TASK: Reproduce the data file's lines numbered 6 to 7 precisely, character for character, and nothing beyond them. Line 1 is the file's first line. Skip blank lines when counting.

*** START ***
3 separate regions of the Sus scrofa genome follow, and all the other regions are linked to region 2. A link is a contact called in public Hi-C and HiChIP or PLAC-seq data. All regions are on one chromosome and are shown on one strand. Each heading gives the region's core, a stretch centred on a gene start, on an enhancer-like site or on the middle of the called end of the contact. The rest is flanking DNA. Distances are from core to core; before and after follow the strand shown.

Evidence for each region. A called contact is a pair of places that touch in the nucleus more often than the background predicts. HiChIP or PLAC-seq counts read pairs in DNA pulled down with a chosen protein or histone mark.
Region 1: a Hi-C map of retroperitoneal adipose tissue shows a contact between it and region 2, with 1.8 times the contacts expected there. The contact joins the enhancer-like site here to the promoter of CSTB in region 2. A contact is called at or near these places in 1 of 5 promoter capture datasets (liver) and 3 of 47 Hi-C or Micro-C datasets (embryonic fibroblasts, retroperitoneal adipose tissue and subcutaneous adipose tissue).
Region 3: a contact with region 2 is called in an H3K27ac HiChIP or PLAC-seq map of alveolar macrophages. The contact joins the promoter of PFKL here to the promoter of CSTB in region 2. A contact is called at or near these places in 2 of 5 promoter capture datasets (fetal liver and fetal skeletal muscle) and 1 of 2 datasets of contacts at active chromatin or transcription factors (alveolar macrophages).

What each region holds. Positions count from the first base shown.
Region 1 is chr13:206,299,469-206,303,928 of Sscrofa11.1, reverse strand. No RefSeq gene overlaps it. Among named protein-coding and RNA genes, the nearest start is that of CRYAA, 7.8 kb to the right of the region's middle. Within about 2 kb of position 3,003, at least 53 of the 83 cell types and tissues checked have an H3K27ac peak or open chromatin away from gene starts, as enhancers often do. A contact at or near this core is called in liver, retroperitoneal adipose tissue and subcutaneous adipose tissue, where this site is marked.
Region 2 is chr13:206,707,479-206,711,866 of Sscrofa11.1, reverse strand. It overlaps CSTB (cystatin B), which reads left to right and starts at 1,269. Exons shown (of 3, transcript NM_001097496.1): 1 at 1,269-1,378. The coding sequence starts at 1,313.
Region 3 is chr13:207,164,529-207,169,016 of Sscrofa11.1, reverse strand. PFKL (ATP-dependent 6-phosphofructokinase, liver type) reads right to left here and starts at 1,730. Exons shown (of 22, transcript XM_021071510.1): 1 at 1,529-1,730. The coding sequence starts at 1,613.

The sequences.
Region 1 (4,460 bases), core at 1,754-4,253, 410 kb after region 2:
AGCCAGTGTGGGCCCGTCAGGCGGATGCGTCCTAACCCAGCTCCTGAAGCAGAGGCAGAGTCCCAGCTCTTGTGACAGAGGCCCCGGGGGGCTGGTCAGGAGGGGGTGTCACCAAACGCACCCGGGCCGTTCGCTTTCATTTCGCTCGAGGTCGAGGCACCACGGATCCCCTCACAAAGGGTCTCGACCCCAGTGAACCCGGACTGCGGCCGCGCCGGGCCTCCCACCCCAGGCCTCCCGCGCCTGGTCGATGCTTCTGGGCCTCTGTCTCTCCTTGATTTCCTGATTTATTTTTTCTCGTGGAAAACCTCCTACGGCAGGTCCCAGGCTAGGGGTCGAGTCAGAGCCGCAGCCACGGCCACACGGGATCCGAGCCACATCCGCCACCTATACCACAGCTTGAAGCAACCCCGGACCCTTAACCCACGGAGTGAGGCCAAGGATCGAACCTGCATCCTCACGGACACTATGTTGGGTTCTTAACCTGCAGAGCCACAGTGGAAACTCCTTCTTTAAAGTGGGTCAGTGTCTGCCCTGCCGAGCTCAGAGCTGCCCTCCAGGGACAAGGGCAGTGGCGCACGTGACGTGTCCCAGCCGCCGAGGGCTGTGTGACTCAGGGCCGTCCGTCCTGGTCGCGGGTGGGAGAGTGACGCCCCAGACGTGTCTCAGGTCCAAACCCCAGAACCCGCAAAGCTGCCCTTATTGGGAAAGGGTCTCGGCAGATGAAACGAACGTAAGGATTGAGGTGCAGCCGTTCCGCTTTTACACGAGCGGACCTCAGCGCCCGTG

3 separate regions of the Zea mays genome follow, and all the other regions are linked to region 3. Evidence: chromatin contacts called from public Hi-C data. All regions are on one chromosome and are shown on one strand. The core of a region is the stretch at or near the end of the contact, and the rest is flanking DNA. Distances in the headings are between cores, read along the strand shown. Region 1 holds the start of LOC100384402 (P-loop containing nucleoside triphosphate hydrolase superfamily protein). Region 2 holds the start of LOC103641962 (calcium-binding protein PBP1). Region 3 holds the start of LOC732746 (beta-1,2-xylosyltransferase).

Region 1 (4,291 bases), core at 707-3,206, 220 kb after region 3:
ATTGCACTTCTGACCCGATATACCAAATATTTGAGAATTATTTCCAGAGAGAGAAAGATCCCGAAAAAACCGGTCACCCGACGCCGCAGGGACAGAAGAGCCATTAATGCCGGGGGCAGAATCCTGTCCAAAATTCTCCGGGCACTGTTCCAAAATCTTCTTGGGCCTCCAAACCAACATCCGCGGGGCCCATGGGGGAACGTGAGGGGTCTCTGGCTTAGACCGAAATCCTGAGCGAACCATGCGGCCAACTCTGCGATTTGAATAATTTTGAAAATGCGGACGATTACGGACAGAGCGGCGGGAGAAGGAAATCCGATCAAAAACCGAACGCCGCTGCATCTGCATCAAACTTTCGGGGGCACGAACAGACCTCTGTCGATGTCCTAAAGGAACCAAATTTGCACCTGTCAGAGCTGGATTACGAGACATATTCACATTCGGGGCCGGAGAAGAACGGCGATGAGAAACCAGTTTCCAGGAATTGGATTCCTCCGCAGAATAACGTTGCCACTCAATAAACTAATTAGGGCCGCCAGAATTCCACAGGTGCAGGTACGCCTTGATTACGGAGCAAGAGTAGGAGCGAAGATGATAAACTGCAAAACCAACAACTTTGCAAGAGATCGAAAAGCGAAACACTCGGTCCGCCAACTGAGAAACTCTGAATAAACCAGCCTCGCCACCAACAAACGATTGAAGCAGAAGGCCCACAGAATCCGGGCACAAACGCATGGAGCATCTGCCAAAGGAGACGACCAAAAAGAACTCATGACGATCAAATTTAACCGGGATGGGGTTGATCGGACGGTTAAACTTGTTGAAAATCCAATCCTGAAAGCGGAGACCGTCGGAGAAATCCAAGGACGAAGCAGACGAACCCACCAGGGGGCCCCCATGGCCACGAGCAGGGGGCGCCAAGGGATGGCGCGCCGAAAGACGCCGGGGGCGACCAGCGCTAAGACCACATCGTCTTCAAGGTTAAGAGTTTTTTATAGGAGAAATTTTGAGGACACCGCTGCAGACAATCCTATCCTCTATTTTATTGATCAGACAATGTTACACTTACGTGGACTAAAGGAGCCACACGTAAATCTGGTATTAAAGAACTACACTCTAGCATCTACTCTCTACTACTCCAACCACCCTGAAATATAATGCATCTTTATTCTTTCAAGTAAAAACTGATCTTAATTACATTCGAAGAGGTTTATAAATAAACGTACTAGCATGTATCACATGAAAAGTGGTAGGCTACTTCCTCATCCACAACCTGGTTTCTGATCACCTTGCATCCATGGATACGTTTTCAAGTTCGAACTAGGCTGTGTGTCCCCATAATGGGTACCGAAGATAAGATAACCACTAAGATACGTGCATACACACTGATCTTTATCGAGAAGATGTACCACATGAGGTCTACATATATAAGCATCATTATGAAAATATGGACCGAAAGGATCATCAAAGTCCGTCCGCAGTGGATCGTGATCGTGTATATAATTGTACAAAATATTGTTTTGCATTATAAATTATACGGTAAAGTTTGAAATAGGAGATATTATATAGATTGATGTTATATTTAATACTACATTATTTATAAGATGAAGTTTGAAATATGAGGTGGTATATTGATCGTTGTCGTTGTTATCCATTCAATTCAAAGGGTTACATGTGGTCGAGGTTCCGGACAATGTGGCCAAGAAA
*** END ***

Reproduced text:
Region 1 is chr13:206,299,469-206,303,928 of Sscrofa11.1, reverse strand. No RefSeq gene overlaps it. Among named protein-coding and RNA genes, the nearest start is that of CRYAA, 7.8 kb to the right of the region's middle. Within about 2 kb of position 3,003, at least 53 of the 83 cell types and tissues checked have an H3K27ac peak or open chromatin away from gene starts, as enhancers often do. A contact at or near this core is called in liver, retroperitoneal adipose tissue and subcutaneous adipose tissue, where this site is marked.
Region 2 is chr13:206,707,479-206,711,866 of Sscrofa11.1, reverse strand. It overlaps CSTB (cystatin B), which reads left to right and starts at 1,269. Exons shown (of 3, transcript NM_001097496.1): 1 at 1,269-1,378. The coding sequence starts at 1,313.